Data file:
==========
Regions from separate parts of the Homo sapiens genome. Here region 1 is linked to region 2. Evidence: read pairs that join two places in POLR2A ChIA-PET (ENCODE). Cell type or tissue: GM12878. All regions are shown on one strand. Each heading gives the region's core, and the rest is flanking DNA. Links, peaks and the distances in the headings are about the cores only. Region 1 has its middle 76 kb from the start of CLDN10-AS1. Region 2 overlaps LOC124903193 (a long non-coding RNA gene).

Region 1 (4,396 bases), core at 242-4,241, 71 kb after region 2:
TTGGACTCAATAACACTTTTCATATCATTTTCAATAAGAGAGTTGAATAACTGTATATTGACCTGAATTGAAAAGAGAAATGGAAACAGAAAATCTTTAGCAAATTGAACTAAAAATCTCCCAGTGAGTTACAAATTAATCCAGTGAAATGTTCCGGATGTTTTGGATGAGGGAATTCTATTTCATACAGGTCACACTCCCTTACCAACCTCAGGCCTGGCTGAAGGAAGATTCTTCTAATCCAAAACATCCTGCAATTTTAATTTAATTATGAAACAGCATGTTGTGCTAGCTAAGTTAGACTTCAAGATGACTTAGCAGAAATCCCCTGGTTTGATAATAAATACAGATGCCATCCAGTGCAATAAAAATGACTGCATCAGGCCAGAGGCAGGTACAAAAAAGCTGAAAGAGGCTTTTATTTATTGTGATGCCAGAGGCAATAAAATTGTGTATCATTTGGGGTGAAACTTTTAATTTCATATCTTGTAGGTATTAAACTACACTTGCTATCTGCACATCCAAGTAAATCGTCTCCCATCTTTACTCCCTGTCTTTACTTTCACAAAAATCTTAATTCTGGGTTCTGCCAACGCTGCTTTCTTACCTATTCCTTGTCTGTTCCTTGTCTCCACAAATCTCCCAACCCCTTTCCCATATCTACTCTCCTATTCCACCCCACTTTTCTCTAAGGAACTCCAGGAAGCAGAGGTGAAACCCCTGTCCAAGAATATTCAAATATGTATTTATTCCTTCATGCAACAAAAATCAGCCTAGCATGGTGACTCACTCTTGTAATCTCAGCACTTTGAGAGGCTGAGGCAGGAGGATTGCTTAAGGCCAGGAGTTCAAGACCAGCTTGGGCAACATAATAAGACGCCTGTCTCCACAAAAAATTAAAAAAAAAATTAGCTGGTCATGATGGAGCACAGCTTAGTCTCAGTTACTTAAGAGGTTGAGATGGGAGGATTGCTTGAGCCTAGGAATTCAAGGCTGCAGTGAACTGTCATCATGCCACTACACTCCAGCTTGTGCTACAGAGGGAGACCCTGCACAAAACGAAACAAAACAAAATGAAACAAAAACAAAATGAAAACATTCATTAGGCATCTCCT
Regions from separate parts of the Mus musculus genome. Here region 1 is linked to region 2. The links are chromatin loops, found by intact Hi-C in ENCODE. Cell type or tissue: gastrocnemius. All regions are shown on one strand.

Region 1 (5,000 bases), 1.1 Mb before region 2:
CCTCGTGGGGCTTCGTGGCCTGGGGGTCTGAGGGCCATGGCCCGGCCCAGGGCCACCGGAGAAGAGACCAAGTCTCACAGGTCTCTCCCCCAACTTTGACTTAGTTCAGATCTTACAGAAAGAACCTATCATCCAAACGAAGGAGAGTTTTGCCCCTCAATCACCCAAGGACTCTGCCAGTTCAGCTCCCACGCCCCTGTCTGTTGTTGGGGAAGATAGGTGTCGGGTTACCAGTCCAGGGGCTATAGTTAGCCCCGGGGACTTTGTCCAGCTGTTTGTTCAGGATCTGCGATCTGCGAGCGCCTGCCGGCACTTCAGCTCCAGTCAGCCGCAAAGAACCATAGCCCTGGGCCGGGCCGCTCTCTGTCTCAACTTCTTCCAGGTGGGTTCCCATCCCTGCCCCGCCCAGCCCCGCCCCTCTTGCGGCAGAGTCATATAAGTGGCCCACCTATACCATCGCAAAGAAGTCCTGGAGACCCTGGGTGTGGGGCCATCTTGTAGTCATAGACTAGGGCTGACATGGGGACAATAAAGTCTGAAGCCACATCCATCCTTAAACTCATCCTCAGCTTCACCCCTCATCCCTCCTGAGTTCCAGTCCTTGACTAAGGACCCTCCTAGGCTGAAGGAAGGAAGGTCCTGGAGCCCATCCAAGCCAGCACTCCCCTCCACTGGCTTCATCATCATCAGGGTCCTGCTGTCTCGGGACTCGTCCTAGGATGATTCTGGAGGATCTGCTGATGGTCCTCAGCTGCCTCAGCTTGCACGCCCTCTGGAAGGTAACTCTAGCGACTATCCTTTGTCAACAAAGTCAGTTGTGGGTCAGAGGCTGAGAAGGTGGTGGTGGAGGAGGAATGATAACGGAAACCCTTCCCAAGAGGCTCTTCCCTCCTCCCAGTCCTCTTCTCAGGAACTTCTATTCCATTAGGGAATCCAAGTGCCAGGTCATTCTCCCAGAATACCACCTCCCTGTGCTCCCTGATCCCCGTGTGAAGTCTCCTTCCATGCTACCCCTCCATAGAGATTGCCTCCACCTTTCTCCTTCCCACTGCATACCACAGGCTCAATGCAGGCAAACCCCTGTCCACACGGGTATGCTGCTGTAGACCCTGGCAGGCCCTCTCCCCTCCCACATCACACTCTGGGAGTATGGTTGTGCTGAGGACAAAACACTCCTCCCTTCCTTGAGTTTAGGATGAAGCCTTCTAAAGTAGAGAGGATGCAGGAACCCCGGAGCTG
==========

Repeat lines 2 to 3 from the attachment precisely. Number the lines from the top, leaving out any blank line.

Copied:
Region 1 (4,396 bases), core at 242-4,241, 71 kb after region 2:
TTGGACTCAATAACACTTTTCATATCATTTTCAATAAGAGAGTTGAATAACTGTATATTGACCTGAATTGAAAAGAGAAATGGAAACAGAAAATCTTTAGCAAATTGAACTAAAAATCTCCCAGTGAGTTACAAATTAATCCAGTGAAATGTTCCGGATGTTTTGGATGAGGGAATTCTATTTCATACAGGTCACACTCCCTTACCAACCTCAGGCCTGGCTGAAGGAAGATTCTTCTAATCCAAAACATCCTGCAATTTTAATTTAATTATGAAACAGCATGTTGTGCTAGCTAAGTTAGACTTCAAGATGACTTAGCAGAAATCCCCTGGTTTGATAATAAATACAGATGCCATCCAGTGCAATAAAAATGACTGCATCAGGCCAGAGGCAGGTACAAAAAAGCTGAAAGAGGCTTTTATTTATTGTGATGCCAGAGGCAATAAAATTGTGTATCATTTGGGGTGAAACTTTTAATTTCATATCTTGTAGGTATTAAACTACACTTGCTATCTGCACATCCAAGTAAATCGTCTCCCATCTTTACTCCCTGTCTTTACTTTCACAAAAATCTTAATTCTGGGTTCTGCCAACGCTGCTTTCTTACCTATTCCTTGTCTGTTCCTTGTCTCCACAAATCTCCCAACCCCTTTCCCATATCTACTCTCCTATTCCACCCCACTTTTCTCTAAGGAACTCCAGGAAGCAGAGGTGAAACCCCTGTCCAAGAATATTCAAATATGTATTTATTCCTTCATGCAACAAAAATCAGCCTAGCATGGTGACTCACTCTTGTAATCTCAGCACTTTGAGAGGCTGAGGCAGGAGGATTGCTTAAGGCCAGGAGTTCAAGACCAGCTTGGGCAACATAATAAGACGCCTGTCTCCACAAAAAATTAAAAAAAAAATTAGCTGGTCATGATGGAGCACAGCTTAGTCTCAGTTACTTAAGAGGTTGAGATGGGAGGATTGCTTGAGCCTAGGAATTCAAGGCTGCAGTGAACTGTCATCATGCCACTACACTCCAGCTTGTGCTACAGAGGGAGACCCTGCACAAAACGAAACAAAACAAAATGAAACAAAAACAAAATGAAAACATTCATTAGGCATCTCCT